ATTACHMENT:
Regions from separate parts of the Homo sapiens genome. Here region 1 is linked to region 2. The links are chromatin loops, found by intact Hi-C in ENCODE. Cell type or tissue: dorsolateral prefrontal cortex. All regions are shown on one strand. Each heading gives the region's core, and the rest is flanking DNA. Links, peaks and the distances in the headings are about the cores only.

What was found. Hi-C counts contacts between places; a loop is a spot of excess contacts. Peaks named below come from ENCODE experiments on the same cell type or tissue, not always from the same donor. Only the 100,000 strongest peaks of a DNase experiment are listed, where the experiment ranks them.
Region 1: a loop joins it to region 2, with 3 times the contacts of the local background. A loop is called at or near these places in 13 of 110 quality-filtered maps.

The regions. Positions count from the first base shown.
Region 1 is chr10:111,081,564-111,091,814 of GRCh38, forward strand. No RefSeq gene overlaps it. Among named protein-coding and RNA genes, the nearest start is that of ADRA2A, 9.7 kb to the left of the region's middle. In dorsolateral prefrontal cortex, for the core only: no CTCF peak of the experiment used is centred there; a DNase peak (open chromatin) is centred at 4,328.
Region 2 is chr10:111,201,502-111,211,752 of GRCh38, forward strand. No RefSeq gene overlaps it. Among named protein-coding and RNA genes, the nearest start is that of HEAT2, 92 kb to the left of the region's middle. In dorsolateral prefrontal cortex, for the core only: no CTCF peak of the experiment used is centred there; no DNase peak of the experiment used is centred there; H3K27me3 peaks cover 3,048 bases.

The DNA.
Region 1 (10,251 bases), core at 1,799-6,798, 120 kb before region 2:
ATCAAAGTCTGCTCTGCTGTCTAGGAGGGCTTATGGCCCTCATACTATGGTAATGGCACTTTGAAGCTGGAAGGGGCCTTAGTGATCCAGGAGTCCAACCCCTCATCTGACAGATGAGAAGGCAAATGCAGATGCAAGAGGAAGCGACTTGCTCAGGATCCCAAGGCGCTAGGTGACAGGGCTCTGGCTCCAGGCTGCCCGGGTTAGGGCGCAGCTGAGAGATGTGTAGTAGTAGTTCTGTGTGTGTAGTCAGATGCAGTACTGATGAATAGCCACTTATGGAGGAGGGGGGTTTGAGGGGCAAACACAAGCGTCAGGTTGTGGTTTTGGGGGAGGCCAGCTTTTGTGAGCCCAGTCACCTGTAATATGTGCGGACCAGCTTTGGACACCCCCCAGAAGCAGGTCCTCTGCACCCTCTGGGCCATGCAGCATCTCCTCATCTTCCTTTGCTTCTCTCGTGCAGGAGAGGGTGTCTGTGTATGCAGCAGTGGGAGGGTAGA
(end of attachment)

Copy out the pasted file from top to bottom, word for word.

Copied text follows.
Regions from separate parts of the Homo sapiens genome. Here region 1 is linked to region 2. The links are chromatin loops, found by intact Hi-C in ENCODE. Cell type or tissue: dorsolateral prefrontal cortex. All regions are shown on one strand. Each heading gives the region's core, and the rest is flanking DNA. Links, peaks and the distances in the headings are about the cores only.

What was found. Hi-C counts contacts between places; a loop is a spot of excess contacts. Peaks named below come from ENCODE experiments on the same cell type or tissue, not always from the same donor. Only the 100,000 strongest peaks of a DNase experiment are listed, where the experiment ranks them.
Region 1: a loop joins it to region 2, with 3 times the contacts of the local background. A loop is called at or near these places in 13 of 110 quality-filtered maps.

The regions. Positions count from the first base shown.
Region 1 is chr10:111,081,564-111,091,814 of GRCh38, forward strand. No RefSeq gene overlaps it. Among named protein-coding and RNA genes, the nearest start is that of ADRA2A, 9.7 kb to the left of the region's middle. In dorsolateral prefrontal cortex, for the core only: no CTCF peak of the experiment used is centred there; a DNase peak (open chromatin) is centred at 4,328.
Region 2 is chr10:111,201,502-111,211,752 of GRCh38, forward strand. No RefSeq gene overlaps it. Among named protein-coding and RNA genes, the nearest start is that of HEAT2, 92 kb to the left of the region's middle. In dorsolateral prefrontal cortex, for the core only: no CTCF peak of the experiment used is centred there; no DNase peak of the experiment used is centred there; H3K27me3 peaks cover 3,048 bases.

The DNA.
Region 1 (10,251 bases), core at 1,799-6,798, 120 kb before region 2:
ATCAAAGTCTGCTCTGCTGTCTAGGAGGGCTTATGGCCCTCATACTATGGTAATGGCACTTTGAAGCTGGAAGGGGCCTTAGTGATCCAGGAGTCCAACCCCTCATCTGACAGATGAGAAGGCAAATGCAGATGCAAGAGGAAGCGACTTGCTCAGGATCCCAAGGCGCTAGGTGACAGGGCTCTGGCTCCAGGCTGCCCGGGTTAGGGCGCAGCTGAGAGATGTGTAGTAGTAGTTCTGTGTGTGTAGTCAGATGCAGTACTGATGAATAGCCACTTATGGAGGAGGGGGGTTTGAGGGGCAAACACAAGCGTCAGGTTGTGGTTTTGGGGGAGGCCAGCTTTTGTGAGCCCAGTCACCTGTAATATGTGCGGACCAGCTTTGGACACCCCCCAGAAGCAGGTCCTCTGCACCCTCTGGGCCATGCAGCATCTCCTCATCTTCCTTTGCTTCTCTCGTGCAGGAGAGGGTGTCTGTGTATGCAGCAGTGGGAGGGTAGA